Welcome to the Wrapped In Jamie CAL. I am soooo excited to share this Crochet Along with you.
Wrapped In Jamie is my first “bigger” design and the first CAL I have attempted. I have been working on this project for over a year until the time I started to release the first pattern. And that was mainly just designing and writing the pattern down. I will be writing an extra post about my experience as a first-time CAL-hoster. It was – and at the time of writing this, still is – quite the journey!
Squares 1-6 are written in the ‘old Petranese’ – a system that uses numbers and letters to describe the stitch placement.
Squares from S7 onwards will be written in the ‘new Petranese’, which we were hoping would be easier to read and translate.
Squares 1-6 will be updated as we go. Patterns in the shop will be clearly marked OLD and NEW. If you purchased an old pattern, you will automatically be sent the NEW pattern as soon as it is released.
The squares will look the same, only the writing of the pattern is different. Please make yourself familiar with the new Outlanding Stitch Compendium as eventually all patterns will be available in the NEW Petranese only.
Wrapped in Jamie refers to the characters in Diana Gabaldon’s Outlander novel series. It is the story of a woman, Claire, who accidentally falls through time in a stone circle in Scotland. Now, 202 years earlier, she meets Jamie, a young Highlander. While they experience many adventures and challenges, they fall in love with each other.
If you don’t know the story yet – read the books, watch the videos or listen to the audio books while wrapping yourself in Jamie! If you do know the story, well, just enjoy it again!
One day, while I was crocheting a simple project and listening to the last of the currently available audio books, I was wondering what I could crochet and listen to next. I did not want the story to end and thought how nice it would be to “crochet the story”. It is my core belief that “Everybody’s got a Story”, and I wondered what this specific story would look like, if it were translated into a crochet pattern. Hence, the idea for an Outlander Pattern Collection with 12 designs was born, which later grew into the Wrapped In Jamie CAL – with 20 different squares, a big Claire Square, additional three sizes of triangles and three different suggestions for a border.
Each of the squares has its own ‘Background Story and Designer’s Thoughts’ page. Here is a link to an overview of the stories that have already been published: https://blacksheepcrochet.com/design-background-stories/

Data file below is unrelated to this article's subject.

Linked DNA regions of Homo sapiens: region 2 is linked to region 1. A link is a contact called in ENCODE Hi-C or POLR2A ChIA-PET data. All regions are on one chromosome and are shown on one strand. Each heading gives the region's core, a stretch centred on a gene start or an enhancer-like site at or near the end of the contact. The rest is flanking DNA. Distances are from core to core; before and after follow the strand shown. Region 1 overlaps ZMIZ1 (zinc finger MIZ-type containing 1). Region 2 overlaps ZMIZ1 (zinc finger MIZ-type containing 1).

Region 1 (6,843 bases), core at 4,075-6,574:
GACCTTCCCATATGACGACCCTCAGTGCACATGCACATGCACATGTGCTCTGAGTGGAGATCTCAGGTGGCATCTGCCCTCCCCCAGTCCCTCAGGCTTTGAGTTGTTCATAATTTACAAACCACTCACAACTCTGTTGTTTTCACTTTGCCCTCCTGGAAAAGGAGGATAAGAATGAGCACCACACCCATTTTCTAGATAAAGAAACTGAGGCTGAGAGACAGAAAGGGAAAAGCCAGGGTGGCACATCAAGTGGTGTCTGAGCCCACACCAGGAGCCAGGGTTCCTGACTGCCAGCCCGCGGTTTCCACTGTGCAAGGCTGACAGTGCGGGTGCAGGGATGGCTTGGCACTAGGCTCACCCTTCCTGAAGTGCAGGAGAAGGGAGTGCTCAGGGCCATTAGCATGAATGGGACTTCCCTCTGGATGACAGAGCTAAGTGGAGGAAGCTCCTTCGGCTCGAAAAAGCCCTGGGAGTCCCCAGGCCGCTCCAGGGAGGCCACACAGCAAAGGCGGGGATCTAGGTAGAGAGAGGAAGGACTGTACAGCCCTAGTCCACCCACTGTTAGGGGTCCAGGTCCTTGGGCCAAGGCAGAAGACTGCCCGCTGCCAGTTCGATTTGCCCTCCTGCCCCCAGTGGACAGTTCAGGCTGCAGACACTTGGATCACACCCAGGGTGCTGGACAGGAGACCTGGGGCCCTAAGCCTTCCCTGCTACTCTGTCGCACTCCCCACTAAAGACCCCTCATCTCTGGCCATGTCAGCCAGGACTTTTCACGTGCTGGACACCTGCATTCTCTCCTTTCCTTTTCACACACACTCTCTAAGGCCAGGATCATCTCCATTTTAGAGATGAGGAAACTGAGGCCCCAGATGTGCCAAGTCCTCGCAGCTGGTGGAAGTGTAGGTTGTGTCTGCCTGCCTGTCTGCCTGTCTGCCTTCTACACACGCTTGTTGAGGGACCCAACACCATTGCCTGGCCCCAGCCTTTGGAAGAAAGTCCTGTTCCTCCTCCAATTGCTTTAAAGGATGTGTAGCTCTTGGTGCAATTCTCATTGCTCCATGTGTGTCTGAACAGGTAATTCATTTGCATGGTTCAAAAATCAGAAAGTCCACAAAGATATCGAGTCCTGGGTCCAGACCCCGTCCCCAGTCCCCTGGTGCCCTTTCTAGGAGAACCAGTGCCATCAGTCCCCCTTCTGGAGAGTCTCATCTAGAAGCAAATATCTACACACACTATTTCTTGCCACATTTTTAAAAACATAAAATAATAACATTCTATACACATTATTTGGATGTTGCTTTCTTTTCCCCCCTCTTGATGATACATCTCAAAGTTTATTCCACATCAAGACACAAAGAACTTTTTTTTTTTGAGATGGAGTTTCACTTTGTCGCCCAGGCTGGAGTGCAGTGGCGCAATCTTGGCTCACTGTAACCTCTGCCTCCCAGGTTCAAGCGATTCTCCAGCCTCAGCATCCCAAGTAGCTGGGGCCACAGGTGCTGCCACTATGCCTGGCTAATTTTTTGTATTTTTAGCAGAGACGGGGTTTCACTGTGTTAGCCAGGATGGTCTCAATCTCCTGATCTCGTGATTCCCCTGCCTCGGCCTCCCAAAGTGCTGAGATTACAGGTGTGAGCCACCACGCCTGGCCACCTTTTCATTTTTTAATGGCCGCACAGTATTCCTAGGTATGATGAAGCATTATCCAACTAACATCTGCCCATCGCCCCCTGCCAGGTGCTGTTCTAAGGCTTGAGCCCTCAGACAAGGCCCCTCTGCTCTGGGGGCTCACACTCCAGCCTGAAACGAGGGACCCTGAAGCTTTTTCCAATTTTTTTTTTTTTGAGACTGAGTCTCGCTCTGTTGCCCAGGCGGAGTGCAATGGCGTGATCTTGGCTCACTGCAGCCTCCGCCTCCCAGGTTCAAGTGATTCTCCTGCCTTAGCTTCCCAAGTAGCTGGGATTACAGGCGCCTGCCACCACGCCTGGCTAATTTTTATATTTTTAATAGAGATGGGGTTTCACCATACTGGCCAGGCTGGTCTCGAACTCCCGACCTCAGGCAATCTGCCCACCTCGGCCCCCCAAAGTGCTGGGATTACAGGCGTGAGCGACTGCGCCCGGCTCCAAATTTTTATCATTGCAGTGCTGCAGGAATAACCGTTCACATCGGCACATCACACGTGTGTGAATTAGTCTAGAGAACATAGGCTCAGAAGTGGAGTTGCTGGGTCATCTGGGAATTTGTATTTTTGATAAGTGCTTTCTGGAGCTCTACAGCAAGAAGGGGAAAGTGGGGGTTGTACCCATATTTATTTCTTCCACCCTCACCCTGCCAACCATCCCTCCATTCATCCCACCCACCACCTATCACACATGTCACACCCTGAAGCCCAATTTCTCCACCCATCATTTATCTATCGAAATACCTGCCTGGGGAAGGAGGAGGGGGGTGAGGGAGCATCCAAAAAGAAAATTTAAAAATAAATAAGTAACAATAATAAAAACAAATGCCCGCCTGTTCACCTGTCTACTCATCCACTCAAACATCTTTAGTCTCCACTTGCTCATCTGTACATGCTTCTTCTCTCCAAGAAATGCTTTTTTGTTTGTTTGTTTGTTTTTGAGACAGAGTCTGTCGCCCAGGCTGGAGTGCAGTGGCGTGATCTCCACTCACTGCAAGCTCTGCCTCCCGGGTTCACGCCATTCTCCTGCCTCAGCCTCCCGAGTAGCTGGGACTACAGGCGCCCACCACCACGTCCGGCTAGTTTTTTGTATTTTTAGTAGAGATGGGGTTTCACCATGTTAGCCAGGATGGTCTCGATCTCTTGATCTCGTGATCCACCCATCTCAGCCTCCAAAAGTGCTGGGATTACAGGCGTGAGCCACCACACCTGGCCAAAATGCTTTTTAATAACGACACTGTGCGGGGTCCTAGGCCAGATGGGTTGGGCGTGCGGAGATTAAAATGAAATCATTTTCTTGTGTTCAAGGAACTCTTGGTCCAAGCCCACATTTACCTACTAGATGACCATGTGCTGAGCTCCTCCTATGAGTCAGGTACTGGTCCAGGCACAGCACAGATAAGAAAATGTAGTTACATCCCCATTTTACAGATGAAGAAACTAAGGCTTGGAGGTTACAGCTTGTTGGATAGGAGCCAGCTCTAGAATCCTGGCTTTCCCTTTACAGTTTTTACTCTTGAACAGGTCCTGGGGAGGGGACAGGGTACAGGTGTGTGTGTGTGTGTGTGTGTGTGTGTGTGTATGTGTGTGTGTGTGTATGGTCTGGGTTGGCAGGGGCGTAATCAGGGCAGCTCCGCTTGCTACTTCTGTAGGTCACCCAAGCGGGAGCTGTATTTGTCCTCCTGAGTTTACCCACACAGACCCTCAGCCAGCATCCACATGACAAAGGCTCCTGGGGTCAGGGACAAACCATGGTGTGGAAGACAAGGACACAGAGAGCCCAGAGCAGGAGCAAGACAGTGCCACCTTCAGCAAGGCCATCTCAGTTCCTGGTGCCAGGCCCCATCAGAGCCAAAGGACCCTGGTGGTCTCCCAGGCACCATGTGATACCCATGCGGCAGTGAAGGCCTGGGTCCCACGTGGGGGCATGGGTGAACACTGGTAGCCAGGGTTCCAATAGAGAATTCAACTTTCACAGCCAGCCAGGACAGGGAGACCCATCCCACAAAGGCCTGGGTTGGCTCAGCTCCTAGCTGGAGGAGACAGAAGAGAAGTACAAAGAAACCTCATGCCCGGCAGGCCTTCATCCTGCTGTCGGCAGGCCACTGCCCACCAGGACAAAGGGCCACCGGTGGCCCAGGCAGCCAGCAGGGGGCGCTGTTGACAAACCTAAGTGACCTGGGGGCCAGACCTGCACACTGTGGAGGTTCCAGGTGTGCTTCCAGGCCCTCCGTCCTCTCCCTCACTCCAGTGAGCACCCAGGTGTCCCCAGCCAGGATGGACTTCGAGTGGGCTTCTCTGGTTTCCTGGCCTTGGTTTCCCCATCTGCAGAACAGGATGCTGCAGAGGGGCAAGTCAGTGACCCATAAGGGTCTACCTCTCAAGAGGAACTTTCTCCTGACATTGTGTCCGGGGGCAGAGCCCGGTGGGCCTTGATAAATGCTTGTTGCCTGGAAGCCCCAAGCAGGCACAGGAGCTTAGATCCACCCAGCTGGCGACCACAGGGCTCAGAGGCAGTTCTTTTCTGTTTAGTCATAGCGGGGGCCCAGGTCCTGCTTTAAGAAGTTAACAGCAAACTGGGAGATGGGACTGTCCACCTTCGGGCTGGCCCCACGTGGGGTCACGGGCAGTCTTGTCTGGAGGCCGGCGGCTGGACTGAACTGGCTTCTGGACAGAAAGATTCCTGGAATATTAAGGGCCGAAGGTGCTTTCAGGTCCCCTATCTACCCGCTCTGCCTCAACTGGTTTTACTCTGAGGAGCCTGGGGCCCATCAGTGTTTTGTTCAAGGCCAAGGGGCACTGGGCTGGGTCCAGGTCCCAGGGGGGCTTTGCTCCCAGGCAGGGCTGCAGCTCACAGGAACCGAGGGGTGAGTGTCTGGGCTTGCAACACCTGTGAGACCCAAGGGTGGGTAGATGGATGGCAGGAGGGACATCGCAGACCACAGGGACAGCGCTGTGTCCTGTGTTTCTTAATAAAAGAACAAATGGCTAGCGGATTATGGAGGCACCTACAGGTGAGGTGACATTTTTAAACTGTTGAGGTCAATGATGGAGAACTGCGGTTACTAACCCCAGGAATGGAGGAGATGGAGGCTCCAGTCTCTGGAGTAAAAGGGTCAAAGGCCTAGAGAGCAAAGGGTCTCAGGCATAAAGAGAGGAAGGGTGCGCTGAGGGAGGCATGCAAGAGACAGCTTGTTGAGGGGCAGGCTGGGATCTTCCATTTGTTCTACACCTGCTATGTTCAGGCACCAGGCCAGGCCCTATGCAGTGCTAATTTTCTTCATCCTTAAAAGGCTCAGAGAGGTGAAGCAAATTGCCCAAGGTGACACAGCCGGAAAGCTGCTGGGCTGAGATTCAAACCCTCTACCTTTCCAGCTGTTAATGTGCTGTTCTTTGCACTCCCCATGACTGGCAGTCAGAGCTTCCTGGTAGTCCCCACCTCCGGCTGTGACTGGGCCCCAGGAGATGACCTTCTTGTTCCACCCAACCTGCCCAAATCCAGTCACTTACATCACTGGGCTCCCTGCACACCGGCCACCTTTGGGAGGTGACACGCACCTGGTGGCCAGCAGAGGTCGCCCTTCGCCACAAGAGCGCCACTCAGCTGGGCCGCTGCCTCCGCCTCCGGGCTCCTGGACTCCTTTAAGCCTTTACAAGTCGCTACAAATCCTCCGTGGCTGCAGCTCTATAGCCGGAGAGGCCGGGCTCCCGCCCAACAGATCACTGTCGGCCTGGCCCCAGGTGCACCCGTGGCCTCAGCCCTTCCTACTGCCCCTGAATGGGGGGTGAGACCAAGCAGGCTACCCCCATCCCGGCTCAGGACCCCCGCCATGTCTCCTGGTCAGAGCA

How to Approach This CAL
There is a Wrapped In Jamie Resources page with step-by-step instructions how to prepare for this CAL and links to all related pages.
Here is a super-quick recap:
- Read the Introduction and The Outlanding Stitch Compendium for the WIJ CAL well – it is available for free in my webshop: https://blacksheepcrochet.com/shop/
- Choose your layout.
- Choose your colourway (Jamie, Scotland, Claire or your very own).
- Choose your yarn or get one of the yarn kits we have put together for you.
- If you decide on choosing your own yarn, check the required yardage.
- Read through the complete pattern on the website or download the ad-free US terms PDF for a small contribution*. https://blacksheepcrochet.com/shop/
- Read the complete round before you start crocheting it. Make yourself familiar with the special stitches mentioned in each round.
- Get into it. The best way to learn is to do ;-)!
*You are not obliged to purchase the PDF as all information will be available for free on the website. You may, however, find a print version more convenient – easier to mark your progress, and you can take the pattern with you.
Translated PDFs will be offered for free in my shop. I don’t have the capacity to provide a free pattern page for every language, and the translation teams dedicate their time and effort as a service to my “Black Sheep Flock”, so that crocheters from all around the world can participate. If you want to support my work and help covering costs to provide this service to you, there is an option to make a small donation.
Just like the TV-series of Diana Gabaldon’s Outlander novels, this CAL is divided into three ‘Seasons’. You may choose to crochet all parts, but you don’t have to. This project offers you lots and lots of possibilities – you can use all or only some of the squares. Some suggestions are listed here: https://blacksheepcrochet.com/wrapped-in-jamie-cal-project-options/